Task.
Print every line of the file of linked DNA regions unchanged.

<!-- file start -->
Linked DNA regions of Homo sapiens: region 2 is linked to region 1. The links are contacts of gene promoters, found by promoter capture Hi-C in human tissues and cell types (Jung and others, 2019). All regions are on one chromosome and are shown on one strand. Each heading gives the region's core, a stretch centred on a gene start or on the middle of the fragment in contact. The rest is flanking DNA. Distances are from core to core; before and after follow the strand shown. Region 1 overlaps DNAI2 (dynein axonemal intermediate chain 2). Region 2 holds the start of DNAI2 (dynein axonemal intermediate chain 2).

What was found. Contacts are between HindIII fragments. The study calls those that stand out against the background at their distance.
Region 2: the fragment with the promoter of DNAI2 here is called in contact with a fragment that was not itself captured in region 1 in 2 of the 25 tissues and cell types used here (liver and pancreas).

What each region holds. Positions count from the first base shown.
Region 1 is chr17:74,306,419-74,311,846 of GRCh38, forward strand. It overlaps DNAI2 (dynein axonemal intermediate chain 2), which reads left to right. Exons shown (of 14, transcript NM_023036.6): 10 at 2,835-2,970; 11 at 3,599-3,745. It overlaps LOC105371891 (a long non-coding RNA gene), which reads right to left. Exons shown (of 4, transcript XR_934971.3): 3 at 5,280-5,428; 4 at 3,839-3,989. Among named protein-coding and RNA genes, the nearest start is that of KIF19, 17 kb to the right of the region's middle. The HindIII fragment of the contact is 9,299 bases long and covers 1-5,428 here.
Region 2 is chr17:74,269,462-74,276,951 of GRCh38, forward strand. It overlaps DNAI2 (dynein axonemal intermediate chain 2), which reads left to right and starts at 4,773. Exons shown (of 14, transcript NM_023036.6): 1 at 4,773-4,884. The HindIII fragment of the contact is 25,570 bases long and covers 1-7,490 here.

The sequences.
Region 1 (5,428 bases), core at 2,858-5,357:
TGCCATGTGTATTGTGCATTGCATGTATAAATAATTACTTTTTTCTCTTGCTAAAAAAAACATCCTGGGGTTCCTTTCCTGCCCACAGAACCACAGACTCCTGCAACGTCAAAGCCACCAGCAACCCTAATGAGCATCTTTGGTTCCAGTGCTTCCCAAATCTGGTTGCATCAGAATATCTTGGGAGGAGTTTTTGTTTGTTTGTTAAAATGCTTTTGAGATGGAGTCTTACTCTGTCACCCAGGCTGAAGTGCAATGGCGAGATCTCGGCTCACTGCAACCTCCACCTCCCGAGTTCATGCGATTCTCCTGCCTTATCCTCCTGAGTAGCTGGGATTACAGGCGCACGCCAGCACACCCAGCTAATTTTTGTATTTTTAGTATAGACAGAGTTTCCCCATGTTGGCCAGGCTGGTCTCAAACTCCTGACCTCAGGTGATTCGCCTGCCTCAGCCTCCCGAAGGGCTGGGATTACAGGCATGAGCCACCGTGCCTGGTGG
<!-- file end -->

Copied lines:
Linked DNA regions of Homo sapiens: region 2 is linked to region 1. The links are contacts of gene promoters, found by promoter capture Hi-C in human tissues and cell types (Jung and others, 2019). All regions are on one chromosome and are shown on one strand. Each heading gives the region's core, a stretch centred on a gene start or on the middle of the fragment in contact. The rest is flanking DNA. Distances are from core to core; before and after follow the strand shown. Region 1 overlaps DNAI2 (dynein axonemal intermediate chain 2). Region 2 holds the start of DNAI2 (dynein axonemal intermediate chain 2).

What was found. Contacts are between HindIII fragments. The study calls those that stand out against the background at their distance.
Region 2: the fragment with the promoter of DNAI2 here is called in contact with a fragment that was not itself captured in region 1 in 2 of the 25 tissues and cell types used here (liver and pancreas).

What each region holds. Positions count from the first base shown.
Region 1 is chr17:74,306,419-74,311,846 of GRCh38, forward strand. It overlaps DNAI2 (dynein axonemal intermediate chain 2), which reads left to right. Exons shown (of 14, transcript NM_023036.6): 10 at 2,835-2,970; 11 at 3,599-3,745. It overlaps LOC105371891 (a long non-coding RNA gene), which reads right to left. Exons shown (of 4, transcript XR_934971.3): 3 at 5,280-5,428; 4 at 3,839-3,989. Among named protein-coding and RNA genes, the nearest start is that of KIF19, 17 kb to the right of the region's middle. The HindIII fragment of the contact is 9,299 bases long and covers 1-5,428 here.
Region 2 is chr17:74,269,462-74,276,951 of GRCh38, forward strand. It overlaps DNAI2 (dynein axonemal intermediate chain 2), which reads left to right and starts at 4,773. Exons shown (of 14, transcript NM_023036.6): 1 at 4,773-4,884. The HindIII fragment of the contact is 25,570 bases long and covers 1-7,490 here.

The sequences.
Region 1 (5,428 bases), core at 2,858-5,357:
TGCCATGTGTATTGTGCATTGCATGTATAAATAATTACTTTTTTCTCTTGCTAAAAAAAACATCCTGGGGTTCCTTTCCTGCCCACAGAACCACAGACTCCTGCAACGTCAAAGCCACCAGCAACCCTAATGAGCATCTTTGGTTCCAGTGCTTCCCAAATCTGGTTGCATCAGAATATCTTGGGAGGAGTTTTTGTTTGTTTGTTAAAATGCTTTTGAGATGGAGTCTTACTCTGTCACCCAGGCTGAAGTGCAATGGCGAGATCTCGGCTCACTGCAACCTCCACCTCCCGAGTTCATGCGATTCTCCTGCCTTATCCTCCTGAGTAGCTGGGATTACAGGCGCACGCCAGCACACCCAGCTAATTTTTGTATTTTTAGTATAGACAGAGTTTCCCCATGTTGGCCAGGCTGGTCTCAAACTCCTGACCTCAGGTGATTCGCCTGCCTCAGCCTCCCGAAGGGCTGGGATTACAGGCATGAGCCACCGTGCCTGGTGG